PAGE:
When paramedics arrived at the home of 11-month-old James, he was nearly in a coma.
The first responders quickly inserted a breathing tube and brought him to the hospital. The toddler, who had recently started walking, had been completely happy and healthy only hours before. His sobbing mother had no idea what could be wrong with her precious only son.
Our pediatric emergency room quickly jumped into action. Initial lab work was all normal, but James clearly was not well. He was admitted to the pediatric intensive care unit (ICU), where eventually we discovered that James had found a cannabis brownie in his home that belonged to an adult family member.
As you might expect any toddler to do, he ate it. This nearly cost him his life.
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To avoid risk to children like James, we must increase awareness of the dangers of cannabis ingestion in children and establish safety legislation to protect them.
Who could blame a kid for eating a brownie? But now in California, what looks like a brownie or candy may contains levels of THC, the main active ingredient in marijuana, that are dangerous to young children. The health hazards of marijuana ingestion—both edible and inhaled THC—are much more severe than they are in adults. We childproof other things that are dangerous to our children. Why is this different?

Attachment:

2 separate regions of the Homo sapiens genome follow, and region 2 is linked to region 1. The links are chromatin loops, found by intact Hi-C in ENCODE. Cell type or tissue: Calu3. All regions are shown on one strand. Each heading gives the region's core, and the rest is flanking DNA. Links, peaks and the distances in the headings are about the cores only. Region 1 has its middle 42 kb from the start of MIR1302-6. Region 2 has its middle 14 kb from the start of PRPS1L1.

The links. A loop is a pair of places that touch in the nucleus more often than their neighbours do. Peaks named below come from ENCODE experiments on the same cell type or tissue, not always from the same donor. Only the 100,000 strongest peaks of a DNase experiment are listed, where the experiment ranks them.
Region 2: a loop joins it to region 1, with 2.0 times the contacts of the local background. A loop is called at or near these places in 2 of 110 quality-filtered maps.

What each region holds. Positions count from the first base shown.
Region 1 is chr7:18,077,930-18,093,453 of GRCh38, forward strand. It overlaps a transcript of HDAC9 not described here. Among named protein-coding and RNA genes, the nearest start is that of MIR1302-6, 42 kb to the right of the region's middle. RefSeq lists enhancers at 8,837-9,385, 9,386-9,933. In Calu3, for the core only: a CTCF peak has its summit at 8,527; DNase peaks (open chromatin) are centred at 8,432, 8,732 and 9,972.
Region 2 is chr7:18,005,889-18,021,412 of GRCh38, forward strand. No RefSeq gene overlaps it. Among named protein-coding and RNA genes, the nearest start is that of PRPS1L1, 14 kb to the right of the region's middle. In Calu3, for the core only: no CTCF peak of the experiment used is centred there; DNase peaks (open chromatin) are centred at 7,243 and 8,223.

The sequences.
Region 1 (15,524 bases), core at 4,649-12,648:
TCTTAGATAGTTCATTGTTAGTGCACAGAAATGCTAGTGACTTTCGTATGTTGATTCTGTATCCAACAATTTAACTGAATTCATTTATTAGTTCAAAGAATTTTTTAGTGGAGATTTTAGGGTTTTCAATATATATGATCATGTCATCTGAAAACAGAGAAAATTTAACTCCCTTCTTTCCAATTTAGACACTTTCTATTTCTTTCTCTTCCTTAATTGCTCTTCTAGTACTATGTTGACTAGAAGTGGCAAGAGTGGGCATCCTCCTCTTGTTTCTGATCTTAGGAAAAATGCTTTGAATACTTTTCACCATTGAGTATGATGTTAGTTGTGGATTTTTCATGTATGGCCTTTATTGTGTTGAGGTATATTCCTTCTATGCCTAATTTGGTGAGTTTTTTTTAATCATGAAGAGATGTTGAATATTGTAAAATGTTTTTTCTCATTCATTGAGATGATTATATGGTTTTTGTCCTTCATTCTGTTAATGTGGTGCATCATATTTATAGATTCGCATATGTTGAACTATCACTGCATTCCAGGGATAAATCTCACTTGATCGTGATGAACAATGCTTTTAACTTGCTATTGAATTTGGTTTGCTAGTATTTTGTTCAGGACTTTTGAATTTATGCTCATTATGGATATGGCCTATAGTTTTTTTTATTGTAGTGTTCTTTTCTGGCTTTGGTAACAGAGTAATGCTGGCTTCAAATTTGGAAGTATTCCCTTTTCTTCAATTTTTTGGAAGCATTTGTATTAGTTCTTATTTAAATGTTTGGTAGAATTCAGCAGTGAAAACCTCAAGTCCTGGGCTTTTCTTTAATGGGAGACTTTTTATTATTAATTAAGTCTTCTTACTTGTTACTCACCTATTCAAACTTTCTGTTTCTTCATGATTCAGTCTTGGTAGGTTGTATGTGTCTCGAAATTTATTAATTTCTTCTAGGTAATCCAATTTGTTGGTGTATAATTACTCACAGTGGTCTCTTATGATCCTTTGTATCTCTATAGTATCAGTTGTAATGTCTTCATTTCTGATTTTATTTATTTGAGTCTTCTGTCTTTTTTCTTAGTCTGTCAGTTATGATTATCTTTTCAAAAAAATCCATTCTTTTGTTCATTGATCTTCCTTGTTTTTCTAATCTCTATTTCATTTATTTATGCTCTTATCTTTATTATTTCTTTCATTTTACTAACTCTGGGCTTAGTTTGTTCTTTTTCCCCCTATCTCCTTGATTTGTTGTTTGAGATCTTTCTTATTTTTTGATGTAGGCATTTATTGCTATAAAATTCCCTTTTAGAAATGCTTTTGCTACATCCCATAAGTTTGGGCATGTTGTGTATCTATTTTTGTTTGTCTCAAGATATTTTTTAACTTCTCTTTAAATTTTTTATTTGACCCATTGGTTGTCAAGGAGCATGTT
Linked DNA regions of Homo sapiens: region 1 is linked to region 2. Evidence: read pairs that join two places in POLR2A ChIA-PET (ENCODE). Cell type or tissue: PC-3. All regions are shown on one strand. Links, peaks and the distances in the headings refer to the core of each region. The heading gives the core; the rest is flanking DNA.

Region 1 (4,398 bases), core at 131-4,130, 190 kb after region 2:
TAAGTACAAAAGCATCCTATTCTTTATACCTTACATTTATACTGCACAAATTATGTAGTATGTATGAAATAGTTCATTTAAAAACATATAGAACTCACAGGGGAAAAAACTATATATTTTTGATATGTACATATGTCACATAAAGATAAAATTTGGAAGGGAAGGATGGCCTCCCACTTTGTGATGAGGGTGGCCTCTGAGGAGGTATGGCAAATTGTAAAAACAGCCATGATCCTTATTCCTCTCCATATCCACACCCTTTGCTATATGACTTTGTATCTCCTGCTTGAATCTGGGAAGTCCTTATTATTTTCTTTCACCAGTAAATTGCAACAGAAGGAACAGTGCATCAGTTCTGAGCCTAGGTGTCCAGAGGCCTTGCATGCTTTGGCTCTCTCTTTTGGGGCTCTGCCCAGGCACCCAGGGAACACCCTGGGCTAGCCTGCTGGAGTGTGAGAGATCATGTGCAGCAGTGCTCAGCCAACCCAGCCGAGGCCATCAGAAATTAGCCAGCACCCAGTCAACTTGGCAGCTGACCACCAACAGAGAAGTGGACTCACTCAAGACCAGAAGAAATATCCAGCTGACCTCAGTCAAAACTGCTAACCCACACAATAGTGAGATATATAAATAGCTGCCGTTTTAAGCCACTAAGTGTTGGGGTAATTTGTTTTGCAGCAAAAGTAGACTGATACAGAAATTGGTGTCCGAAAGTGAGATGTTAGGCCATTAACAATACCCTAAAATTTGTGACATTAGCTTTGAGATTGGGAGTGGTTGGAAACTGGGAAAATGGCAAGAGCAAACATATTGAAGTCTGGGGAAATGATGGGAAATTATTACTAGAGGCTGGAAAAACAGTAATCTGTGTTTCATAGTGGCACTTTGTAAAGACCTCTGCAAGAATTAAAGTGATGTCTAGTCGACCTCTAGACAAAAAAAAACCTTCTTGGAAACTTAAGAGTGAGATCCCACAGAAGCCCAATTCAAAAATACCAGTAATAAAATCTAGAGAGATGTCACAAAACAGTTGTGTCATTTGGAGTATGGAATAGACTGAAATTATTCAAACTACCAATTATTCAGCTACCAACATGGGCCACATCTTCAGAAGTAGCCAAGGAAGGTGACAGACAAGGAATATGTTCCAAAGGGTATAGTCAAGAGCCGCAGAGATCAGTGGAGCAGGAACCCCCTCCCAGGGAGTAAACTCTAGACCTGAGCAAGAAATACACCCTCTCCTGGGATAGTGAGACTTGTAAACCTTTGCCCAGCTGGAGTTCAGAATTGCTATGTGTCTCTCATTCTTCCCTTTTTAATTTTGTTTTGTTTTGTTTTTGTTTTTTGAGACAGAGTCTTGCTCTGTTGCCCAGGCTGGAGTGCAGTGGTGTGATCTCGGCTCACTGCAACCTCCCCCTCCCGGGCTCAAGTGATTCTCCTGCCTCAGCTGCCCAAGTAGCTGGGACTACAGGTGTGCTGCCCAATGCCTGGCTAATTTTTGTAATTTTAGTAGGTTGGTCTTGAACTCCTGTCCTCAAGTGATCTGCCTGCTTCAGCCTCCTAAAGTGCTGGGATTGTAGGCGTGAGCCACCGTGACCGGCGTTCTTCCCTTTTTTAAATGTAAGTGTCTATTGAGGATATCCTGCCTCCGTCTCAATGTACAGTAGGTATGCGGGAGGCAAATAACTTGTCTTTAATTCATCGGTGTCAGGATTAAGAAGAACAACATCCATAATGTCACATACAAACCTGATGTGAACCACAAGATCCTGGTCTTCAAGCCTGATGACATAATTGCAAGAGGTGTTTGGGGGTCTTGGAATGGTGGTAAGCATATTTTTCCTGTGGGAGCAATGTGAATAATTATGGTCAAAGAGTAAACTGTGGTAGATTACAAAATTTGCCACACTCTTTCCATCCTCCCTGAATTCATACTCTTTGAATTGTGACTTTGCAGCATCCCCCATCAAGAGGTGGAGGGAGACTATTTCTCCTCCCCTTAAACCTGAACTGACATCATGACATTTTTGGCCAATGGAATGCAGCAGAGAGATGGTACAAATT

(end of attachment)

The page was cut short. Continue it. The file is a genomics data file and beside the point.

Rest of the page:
Studies in other states have shown that legalization resulted in a 90 percent increase in marijuana-related hospital visits among children. Edible or non-childproof products are responsible for over 60 percent of these exposures.
Frighteningly, like James, almost one in five of these hospitalizations required admission to a pediatric intensive care unit. Children are particularly vulnerable and prone to overdose due to their small size. Marijuana is known to have multiple short-term and long-term adverse health effects, especially during fragile and critical brain development.
California is at the forefront of many safety legislation initiatives. Cannabis should be no different. At the Capitol, legislators need to ensure that packaging regulations are at least as strict on marijuana products as they are on gummy vitamins.
We need rules to prevent packaging that appeals to children, and each product must come in its own child-proof packaging. But regulation isn’t enough. At home, parents and caregivers should store marijuana like they would any other medicine. That means out of reach of children and away from the kitchen.
Marijuana ingestion in kids is dangerous. Parents and policymakers need to be educated about these risks. James, or any child, should not be responsible for determining if a chocolate bar or gummy candy contains cannabis.
As the remainder of the country looks to California for sound legislation regarding safe marijuana consumption, parents, physicians and community members must come together to ensure that lawmakers are aware of the risks when drafting policy.
In order to keep marijuana accessible to responsible adults in our state, we need to speak up to ensure that it stays out of the hands of our most vulnerable: our children.